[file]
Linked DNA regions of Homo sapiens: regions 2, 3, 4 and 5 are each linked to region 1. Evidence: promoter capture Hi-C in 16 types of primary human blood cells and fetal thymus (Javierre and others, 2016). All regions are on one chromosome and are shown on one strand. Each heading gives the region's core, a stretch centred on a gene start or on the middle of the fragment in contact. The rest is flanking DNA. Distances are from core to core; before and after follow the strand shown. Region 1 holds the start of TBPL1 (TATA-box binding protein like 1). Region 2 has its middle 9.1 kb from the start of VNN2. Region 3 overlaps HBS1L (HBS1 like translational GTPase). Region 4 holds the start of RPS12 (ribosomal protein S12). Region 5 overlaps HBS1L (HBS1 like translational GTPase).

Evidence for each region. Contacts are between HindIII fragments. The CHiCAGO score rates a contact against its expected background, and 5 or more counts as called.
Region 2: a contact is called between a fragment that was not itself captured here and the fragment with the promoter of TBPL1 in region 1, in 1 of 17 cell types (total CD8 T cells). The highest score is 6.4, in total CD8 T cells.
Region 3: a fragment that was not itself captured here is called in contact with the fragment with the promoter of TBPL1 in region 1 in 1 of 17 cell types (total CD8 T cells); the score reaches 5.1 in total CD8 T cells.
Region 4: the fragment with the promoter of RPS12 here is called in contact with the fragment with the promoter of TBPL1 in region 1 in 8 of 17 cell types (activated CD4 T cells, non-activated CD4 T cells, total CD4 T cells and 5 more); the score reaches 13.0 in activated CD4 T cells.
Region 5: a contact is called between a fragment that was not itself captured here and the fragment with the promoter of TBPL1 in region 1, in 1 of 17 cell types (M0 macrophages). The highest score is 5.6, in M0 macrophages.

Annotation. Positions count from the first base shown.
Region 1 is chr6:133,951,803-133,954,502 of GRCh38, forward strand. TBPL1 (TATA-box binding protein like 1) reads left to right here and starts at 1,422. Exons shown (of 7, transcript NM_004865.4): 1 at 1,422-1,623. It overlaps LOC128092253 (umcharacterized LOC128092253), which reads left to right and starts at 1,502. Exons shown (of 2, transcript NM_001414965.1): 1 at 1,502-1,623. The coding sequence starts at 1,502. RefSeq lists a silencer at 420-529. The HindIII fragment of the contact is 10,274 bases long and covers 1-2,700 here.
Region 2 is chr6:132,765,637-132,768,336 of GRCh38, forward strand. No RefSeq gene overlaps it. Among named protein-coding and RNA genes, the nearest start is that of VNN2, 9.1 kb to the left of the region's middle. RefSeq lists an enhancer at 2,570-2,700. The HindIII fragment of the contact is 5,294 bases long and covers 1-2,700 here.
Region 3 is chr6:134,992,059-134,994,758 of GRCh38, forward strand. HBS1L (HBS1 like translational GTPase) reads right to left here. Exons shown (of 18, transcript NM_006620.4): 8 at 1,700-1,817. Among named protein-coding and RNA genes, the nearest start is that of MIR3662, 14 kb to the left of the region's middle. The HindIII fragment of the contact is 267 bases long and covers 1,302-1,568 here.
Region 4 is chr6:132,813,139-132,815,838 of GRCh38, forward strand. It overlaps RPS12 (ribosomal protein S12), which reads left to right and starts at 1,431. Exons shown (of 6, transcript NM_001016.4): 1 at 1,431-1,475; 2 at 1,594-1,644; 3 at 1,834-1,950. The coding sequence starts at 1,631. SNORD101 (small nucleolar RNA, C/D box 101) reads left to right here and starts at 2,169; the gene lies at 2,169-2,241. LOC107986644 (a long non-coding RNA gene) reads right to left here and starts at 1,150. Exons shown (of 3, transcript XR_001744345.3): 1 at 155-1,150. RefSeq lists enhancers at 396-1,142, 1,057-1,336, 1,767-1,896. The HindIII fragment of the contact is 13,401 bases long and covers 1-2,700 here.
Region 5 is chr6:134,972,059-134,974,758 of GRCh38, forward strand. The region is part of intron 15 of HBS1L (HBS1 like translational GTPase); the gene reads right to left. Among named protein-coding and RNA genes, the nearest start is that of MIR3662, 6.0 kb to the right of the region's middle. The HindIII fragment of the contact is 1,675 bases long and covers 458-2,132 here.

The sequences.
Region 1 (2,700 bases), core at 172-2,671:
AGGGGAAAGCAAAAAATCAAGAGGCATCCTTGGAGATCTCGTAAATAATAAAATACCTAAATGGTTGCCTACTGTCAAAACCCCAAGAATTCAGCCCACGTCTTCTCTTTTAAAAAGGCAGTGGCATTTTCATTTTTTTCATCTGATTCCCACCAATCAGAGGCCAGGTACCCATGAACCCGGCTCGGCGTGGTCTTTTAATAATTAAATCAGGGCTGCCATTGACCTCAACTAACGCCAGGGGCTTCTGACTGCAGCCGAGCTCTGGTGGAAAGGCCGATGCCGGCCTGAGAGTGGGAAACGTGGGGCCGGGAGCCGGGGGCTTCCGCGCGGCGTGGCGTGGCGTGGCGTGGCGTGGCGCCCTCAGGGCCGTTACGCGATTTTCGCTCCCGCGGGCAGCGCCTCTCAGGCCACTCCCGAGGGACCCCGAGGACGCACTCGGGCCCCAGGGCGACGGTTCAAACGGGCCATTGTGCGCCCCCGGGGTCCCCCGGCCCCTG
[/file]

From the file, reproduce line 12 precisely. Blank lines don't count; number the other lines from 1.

Region 5 is chr6:134,972,059-134,974,758 of GRCh38, forward strand. The region is part of intron 15 of HBS1L (HBS1 like translational GTPase); the gene reads right to left. Among named protein-coding and RNA genes, the nearest start is that of MIR3662, 6.0 kb to the right of the region's middle. The HindIII fragment of the contact is 1,675 bases long and covers 458-2,132 here.